13-18. Eli sat upon a seat by the wayside—The aged priest, as a public magistrate, used, in dispensing justice, to seat himself daily in a spacious recess at the entrance gate of the city. In his intense anxiety to learn the issue of the battle, he took up his usual place as the most convenient for meeting with passers-by. His seat was an official chair, similar to those of the ancient Egyptian judges, richly carved, superbly ornamented, high, and without a back. The calamities announced to Samuel as about to fall upon the family of Eli [1Sa 2:34] were now inflicted in the death of his two sons, and after his death, by that of his daughter-in-law, whose infant son received a name that perpetuated the fallen glory of the church and nation [1Sa 4:19-22]. The public disaster was completed by the capture of the ark. Poor Eli! He was a good man, in spite of his unhappy weaknesses. So strongly were his sensibilities enlisted on the side of religion, that the news of the capture of the ark proved to him a knell of death; and yet his overindulgence, or sad neglect of his family—the main cause of all the evils that led to its fall—has been recorded, as a beacon to warn all heads of Christian families against making shipwreck on the same rock. He fell from off the seat backward; being so oppressed with grief and astonishment, that he had no strength left to support him.

By the side of the gate, to wit, the gate of the city, which was most convenient for the speedy understanding of all occurrences.

He was an old man, and heavy; old, and therefore weak, and apt to fall;

heavy, and therefore his fall more dangerous and pernicious.

He had judged Israel; he was their supreme governor, both in civils and spirituals. And it came to pass, when he made mention of the ark of God,.... Of the taking of that, it struck him to the heart, and killed him; the rest he bore tolerably well, the flight of Israel before the Philistines, the great slaughter made of them, the death of his two sons; but the taking of the ark was so dreadful to him, that he could not support under it:

that he fell from off the seat backward, by the side of the gate; which confirms the sense of 1 Samuel 4:13 though whether it was the gate of his own house, or of the tabernacle, or of the city is not certain; the latter is most probable: it seems the seat on which he sat had no back to it, and might be placed only for present convenience:

and his neck brake; the back part of it, the "vertebrae" of it, which has its name in Hebrew from the several joints in it:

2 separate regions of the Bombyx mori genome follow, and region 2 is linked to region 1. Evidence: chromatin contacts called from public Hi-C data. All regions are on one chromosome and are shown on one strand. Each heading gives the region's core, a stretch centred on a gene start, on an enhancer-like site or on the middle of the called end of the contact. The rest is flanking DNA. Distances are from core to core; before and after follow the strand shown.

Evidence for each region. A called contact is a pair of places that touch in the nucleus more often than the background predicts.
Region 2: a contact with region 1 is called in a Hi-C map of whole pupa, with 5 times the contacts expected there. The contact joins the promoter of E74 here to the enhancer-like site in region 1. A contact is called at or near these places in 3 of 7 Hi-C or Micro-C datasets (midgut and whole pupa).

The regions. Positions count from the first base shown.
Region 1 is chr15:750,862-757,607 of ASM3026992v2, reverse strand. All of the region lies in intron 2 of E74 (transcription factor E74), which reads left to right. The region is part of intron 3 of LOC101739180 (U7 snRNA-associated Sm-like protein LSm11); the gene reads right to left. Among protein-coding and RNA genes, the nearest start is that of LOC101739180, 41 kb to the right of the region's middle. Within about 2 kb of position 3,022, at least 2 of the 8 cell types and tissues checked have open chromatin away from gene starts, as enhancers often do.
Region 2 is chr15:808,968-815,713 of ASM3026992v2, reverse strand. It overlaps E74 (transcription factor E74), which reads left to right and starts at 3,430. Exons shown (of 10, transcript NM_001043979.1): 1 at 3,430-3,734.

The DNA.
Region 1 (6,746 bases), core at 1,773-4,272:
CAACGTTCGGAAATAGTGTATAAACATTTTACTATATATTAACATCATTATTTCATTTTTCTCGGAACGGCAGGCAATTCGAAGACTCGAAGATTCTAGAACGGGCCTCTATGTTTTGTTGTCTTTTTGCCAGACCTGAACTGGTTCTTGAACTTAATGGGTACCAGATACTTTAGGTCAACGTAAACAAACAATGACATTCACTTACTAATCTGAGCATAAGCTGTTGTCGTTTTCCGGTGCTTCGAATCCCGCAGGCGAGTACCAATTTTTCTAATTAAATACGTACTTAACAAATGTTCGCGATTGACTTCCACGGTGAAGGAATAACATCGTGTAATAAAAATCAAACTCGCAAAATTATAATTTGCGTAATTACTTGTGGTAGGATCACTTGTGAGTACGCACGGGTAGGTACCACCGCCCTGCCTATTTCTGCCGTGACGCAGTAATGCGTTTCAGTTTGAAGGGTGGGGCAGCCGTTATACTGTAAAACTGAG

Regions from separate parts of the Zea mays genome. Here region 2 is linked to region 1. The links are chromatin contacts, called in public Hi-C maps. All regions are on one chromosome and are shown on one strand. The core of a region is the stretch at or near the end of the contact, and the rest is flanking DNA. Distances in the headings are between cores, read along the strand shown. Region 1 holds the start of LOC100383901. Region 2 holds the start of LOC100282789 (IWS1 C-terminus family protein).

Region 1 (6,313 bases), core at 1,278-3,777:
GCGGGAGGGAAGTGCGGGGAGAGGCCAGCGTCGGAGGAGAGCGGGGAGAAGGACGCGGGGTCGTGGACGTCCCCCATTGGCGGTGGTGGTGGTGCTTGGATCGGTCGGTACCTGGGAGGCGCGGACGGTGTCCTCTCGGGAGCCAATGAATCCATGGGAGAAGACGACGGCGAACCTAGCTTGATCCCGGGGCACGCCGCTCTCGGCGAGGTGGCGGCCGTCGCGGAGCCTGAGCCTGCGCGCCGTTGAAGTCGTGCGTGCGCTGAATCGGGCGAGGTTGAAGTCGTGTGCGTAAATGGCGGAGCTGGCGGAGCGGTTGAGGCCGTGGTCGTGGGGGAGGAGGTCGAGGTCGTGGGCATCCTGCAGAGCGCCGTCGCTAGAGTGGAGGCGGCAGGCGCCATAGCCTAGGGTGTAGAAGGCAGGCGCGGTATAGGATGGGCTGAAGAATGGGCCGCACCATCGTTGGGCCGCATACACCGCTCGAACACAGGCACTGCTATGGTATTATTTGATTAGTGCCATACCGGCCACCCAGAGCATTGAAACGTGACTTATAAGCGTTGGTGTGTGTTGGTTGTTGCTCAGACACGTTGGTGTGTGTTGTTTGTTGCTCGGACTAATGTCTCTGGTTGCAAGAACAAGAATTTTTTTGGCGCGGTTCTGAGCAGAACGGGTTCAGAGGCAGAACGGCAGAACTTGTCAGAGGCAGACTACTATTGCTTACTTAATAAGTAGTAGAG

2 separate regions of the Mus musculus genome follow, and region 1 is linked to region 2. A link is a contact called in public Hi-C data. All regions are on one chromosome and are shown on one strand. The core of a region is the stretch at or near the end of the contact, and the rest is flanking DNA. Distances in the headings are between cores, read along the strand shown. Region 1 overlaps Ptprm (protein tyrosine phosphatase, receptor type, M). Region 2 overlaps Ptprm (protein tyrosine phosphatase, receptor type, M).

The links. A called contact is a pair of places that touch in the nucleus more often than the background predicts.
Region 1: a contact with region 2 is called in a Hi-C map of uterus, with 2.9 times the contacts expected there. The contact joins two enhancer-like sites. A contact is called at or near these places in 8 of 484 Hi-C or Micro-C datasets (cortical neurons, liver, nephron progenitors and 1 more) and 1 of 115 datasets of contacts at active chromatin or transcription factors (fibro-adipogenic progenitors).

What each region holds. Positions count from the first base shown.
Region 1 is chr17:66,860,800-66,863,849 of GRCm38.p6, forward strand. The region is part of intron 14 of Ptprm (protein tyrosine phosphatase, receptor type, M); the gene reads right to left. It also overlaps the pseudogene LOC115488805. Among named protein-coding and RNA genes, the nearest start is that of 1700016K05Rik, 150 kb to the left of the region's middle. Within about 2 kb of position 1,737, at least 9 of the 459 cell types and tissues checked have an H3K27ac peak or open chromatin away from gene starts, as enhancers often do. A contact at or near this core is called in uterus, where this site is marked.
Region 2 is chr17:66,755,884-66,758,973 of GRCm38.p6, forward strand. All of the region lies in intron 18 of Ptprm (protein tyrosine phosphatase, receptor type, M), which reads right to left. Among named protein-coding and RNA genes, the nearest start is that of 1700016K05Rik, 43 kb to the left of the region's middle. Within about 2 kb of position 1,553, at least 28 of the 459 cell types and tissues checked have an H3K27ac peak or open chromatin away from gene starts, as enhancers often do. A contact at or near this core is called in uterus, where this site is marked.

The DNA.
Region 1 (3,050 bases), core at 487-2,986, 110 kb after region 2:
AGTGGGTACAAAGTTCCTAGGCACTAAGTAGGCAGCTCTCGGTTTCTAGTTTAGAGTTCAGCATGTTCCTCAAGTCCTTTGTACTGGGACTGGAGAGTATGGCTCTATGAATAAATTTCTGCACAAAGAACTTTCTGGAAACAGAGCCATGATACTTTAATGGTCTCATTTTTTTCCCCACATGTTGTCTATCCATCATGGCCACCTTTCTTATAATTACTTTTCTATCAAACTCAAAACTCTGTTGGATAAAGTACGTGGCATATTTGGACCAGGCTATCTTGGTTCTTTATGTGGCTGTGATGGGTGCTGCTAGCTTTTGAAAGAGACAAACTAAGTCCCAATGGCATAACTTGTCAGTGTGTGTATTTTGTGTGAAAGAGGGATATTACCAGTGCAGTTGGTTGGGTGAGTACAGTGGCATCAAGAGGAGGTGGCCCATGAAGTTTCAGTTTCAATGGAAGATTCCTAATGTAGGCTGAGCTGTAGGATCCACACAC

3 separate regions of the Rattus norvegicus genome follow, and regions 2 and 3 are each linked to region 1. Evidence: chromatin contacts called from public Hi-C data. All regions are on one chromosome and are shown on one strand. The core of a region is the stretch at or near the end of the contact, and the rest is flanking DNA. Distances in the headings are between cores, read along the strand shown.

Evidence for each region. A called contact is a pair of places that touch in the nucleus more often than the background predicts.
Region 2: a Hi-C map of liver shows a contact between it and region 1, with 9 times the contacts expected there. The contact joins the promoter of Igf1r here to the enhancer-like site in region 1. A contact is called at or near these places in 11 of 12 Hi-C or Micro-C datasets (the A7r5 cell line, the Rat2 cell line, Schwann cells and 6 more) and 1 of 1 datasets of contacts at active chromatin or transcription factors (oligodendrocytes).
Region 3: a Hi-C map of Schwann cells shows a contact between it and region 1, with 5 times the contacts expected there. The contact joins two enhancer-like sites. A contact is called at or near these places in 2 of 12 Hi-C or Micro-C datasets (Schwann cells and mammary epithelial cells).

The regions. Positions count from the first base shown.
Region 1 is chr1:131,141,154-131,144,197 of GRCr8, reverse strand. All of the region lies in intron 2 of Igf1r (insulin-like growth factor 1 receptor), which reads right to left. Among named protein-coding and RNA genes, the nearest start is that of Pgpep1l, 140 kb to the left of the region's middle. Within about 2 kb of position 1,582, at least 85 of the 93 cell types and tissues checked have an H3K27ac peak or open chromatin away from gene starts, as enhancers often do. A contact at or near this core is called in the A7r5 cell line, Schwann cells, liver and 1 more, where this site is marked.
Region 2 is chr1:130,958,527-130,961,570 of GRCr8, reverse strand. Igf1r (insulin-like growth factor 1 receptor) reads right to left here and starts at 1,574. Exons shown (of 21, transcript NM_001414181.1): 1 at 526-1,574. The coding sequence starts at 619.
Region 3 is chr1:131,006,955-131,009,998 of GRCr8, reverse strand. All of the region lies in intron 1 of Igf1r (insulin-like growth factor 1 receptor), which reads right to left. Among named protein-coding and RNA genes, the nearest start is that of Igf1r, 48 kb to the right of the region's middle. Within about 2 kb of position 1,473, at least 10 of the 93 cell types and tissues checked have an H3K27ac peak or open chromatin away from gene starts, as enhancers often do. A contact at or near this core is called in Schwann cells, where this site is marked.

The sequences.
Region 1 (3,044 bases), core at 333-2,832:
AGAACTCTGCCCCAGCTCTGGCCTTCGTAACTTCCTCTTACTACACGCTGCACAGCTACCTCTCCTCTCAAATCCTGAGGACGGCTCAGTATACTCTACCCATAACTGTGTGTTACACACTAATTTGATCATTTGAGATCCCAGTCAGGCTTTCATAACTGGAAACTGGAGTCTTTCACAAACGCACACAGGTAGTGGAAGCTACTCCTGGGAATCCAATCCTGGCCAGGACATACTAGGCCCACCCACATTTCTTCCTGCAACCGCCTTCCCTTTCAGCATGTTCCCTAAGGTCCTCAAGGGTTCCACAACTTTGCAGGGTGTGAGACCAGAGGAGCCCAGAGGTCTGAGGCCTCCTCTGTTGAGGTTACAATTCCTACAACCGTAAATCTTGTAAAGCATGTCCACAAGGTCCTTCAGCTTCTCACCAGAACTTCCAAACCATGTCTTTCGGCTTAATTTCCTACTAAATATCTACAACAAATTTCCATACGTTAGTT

and he died; not through the breaking of his neck, for it is very probable he died directly upon hearing the ark was taken, and which was the reason of his falling backward, and that brake his neck:

for he was an old man, and heavy; full of flesh, a very fat man, and so fell heavy, which occasioned the breaking of his neck:

and he had judged Israel forty years; had governed them in the capacity both of an high priest and judge, so that he must enter on his government when fifty eight years of age; the Septuagint version has it very wrongly twenty years. According to the Jews (i), he died on the tenth of Ijar, answering to part of April and May, and his two sons and the ark taken; for which a fast was kept on it.

(i) Schulchan Aruch, par. 1. c. 580. sect. 2.

And it came to pass, when he made mention of the ark of God, that he fell from off the seat backward by the side of the gate, and his neck brake, and he died: for he was an old man, and heavy. And he had judged Israel forty years.
18. the ark of God] National defeat and disgrace, family bereavement, were but trifles compared to the loss of the Ark, which seemed to prove that Jehovah had forsaken the people of his choice. “Wherefore should the heathen say, Where is now their God?”

he had judged Israel forty years] See note on 1 Samuel 4:1.Verse 18. - At this last sad news the old man's spirit failed; and though it was his own want of a firm sense of duty that had prepared the way for this sad ruin of his country, yet we cannot but respect his deep attachment and reverent love for the symbol of his faith. The rest he could have borne; but that the ark of God, especially intrusted to his care, was now captive in heathen hands was a calamity that broke his heart. He had judged Israel forty years. The Septuagint reads twenty, but these differences in numbers occur constantly. In either case he would have been well advanced in years before he reached the judgeship, and probably he attained to it slowly; not by one great act, but by the qualities of a statesman, by which he lightened the yoke of the Philistines, and rendered the people for a long time a match for them in war. His character is not that of a hero, but of a wise, patient, and prudent ruler, but one whose good qualities were spoiled at last by his weak partiality for his unworthy sons. The tidings of this calamity were brought by a Benjaminite, who came as a messenger of evil tidings, with his clothes rent, and earth upon his head - a sign of the deepest mourning (see Joshua 7:6), - to Shiloh, where the aged Eli was sitting upon a seat by the side (יך is a copyist's error for יד) of the way watching; for his heart trembled for the ark of God, which had been taken from the sanctuary into the camp without the command of God. At these tidings the whole city cried out with terror, so that Eli heard the sound of the cry, and asked the reason of this loud noise (or tumult), whilst the messenger was hurrying towards him with the news.